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Culture and Society > Northern Andes Culture

| Important Towns | Historical Routes | Archeological Ruins |
| Indigenous Markets | Artisan Crafts | Ethnic Groups |

Towns of Historical and Cultural Importance

Situated in an Andean valley at 2,850 m above sea level at the foot of Volcano Pichincha (4,794 m), Quito is a modern city with a living history. One of Latin America’s most historically important cities, Quito has been declared a Cultural Heritage of Humanity site by UNESCO. Noteworthy for its architectural beauty, Quito is home to numerous churches and convents built in the colonial period. The Metropolitan Cathedral, located in Independence Plaza, is one of the city’s most impressive historical and architectural sites. Others worthy of mention are the following cathedrals and historical sites: San Francisco, la Compañía de Jesús, San Agustín, Santo Domingo, El Sagrario, La Merced, Carmen Bajo, San Sebastian, Santa Barbara, and San Blas. A large part of their interiors, especially the altars and pulpits, are gilded in gold and house innumerable works of religious art. Some of their museums hold valuable collections of paintings and sculptures belonging to the artistic genre which has been come to known as the Quito School.

Another important building is the Carondelet Palace, the seat of the Central Government. In Quito’s historical center, with its steep, narrow, cobblestone streets, the artistic and architectural influence of Spain can be seen in the general architectural style of the homes, their balconies, their tiled roofs, and their interior patios.

The city has its annual festival in December, when festivities such as bullfights, the election of the Queen of Quito, national and international concerts, street dances, and fireworks turn Quito into the site of a national gala for an entire week. The celebrations are in honor of founding of Quito on December 6, 1534 by Sebástian de Benalcázar.

Another colonial area, outside the of Old Town, is the suburb Guápulo. Perched on the eastern slopes of the city, Guapalo’s most impressive sight is its famous sanctuary to the Virgin of Guápulo, the oldest sanctuary of its kind in the country.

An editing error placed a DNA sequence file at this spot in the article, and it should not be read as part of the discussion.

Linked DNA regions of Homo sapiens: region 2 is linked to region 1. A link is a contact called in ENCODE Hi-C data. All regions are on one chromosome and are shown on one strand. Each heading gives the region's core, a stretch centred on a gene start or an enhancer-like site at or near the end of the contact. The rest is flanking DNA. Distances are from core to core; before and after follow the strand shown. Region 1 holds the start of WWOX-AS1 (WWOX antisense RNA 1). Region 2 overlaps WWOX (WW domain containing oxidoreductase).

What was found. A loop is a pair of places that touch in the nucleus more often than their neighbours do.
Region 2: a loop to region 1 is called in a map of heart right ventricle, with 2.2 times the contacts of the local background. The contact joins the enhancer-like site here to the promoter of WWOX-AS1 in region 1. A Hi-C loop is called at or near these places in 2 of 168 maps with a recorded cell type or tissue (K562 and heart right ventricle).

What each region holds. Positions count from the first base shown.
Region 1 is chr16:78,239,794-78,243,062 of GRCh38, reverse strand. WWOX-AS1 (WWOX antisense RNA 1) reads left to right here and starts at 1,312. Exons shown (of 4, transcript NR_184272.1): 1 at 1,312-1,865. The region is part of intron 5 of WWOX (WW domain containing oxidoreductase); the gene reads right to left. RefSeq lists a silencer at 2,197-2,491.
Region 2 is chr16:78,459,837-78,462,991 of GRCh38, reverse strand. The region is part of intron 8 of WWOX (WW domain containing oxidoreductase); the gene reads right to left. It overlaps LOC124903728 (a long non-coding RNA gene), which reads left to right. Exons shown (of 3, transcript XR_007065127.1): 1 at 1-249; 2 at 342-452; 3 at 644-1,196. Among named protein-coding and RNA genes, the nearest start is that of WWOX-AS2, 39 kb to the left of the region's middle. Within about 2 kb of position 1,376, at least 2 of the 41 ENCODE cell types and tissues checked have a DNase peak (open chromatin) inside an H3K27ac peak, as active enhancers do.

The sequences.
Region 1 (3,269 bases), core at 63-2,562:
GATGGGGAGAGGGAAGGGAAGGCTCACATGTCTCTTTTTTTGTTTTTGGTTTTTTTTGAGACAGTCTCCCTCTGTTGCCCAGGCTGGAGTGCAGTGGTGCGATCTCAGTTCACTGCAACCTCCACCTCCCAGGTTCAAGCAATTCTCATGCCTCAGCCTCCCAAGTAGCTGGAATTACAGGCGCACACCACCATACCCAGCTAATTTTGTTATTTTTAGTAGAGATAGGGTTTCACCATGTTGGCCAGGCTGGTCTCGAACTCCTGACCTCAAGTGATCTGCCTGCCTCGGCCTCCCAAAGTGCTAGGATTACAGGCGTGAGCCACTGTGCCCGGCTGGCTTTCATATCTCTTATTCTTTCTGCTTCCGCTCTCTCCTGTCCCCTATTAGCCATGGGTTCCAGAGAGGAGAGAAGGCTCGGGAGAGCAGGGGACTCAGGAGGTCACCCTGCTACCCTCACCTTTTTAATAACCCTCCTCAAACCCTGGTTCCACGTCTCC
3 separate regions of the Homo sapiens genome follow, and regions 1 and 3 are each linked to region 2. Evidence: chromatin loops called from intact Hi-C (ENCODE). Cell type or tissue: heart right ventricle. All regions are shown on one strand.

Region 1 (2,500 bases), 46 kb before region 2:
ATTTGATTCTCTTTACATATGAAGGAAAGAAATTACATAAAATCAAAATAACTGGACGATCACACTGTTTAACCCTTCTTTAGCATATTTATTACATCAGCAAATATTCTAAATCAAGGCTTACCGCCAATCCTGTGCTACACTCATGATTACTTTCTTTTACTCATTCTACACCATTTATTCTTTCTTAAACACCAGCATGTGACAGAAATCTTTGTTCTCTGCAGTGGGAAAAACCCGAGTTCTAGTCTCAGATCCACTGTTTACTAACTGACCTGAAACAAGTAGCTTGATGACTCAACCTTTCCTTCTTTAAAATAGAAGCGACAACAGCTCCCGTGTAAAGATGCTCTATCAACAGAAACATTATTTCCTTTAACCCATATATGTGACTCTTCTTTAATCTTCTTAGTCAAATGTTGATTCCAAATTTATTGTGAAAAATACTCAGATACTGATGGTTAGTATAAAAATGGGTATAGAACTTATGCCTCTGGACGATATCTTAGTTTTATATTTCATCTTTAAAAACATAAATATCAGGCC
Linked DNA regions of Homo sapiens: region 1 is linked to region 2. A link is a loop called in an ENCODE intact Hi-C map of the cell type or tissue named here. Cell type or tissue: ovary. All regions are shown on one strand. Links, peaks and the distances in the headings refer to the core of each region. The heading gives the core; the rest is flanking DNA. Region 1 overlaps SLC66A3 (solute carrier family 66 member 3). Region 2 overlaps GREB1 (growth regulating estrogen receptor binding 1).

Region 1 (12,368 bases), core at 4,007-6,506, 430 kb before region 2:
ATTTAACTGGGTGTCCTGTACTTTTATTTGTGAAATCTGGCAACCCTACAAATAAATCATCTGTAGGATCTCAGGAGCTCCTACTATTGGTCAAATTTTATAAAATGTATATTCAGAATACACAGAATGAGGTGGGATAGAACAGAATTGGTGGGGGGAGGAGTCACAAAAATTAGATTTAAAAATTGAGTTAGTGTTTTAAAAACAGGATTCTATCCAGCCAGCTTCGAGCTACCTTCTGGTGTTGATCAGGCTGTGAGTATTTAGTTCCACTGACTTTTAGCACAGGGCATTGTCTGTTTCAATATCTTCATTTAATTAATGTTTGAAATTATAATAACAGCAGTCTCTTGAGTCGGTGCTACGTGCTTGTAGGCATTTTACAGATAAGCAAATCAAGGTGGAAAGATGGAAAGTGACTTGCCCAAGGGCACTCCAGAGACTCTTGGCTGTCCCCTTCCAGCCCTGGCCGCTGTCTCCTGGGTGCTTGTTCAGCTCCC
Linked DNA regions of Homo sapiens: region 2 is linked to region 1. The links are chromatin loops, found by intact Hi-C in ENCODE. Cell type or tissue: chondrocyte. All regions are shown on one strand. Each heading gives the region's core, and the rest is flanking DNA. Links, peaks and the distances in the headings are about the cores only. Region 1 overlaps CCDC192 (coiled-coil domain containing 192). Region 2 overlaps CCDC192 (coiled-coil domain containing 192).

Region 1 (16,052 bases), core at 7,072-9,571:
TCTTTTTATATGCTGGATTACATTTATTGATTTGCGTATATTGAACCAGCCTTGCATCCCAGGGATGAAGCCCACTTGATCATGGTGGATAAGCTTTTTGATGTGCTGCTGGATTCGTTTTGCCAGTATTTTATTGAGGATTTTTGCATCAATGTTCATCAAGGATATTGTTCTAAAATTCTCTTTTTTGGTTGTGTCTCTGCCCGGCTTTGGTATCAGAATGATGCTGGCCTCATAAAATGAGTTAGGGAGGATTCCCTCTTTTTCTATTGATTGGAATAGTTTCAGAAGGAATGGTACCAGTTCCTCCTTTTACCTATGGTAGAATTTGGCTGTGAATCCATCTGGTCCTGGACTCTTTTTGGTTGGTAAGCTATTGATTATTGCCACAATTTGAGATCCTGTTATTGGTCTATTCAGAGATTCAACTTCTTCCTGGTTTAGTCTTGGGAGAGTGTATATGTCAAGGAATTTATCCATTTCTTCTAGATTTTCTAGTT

In the center of the country lies Riobamba, the former Ecuadorian capital. Its colonial surface reveals beautiful churches such as the Cathedral, La Basílica, La Merced, and San Antonio. A rich collection of religious art is on display in El Convento de la Concepción. With its cobbled streets, the city lies alongside majestic snowcapped Chimborazo.


Historical Routes

An old railway line, constructed at the beginning of the last century, runs from Quito to the south of the country, passing through Riobamba. Along the way it is possible to view the spectacular Andean Range with its paramos, mountains, forests, flora, and wildlife. Along the way, you’ll pass the Devil’s Nose (La Nariz del Diablo). Dropping down this hair-raising stretch of track from the height of the Andes to the western lowlands is a thrill for any passenger. This engineering marvel requires going up and down through a series of zig-zags. The spectacular setting is very close to the community of Huigra, in southern Ecuador.


Archaeological Ruins

To the north of Quito are the Cochasquí ruins, an archaeological site containing burial grounds that belonged to Quito’s first inhabitants. The pyramids were erected with a material called “cangahua”. The route leading to this area runs from Guayllabamba to Tabacundo.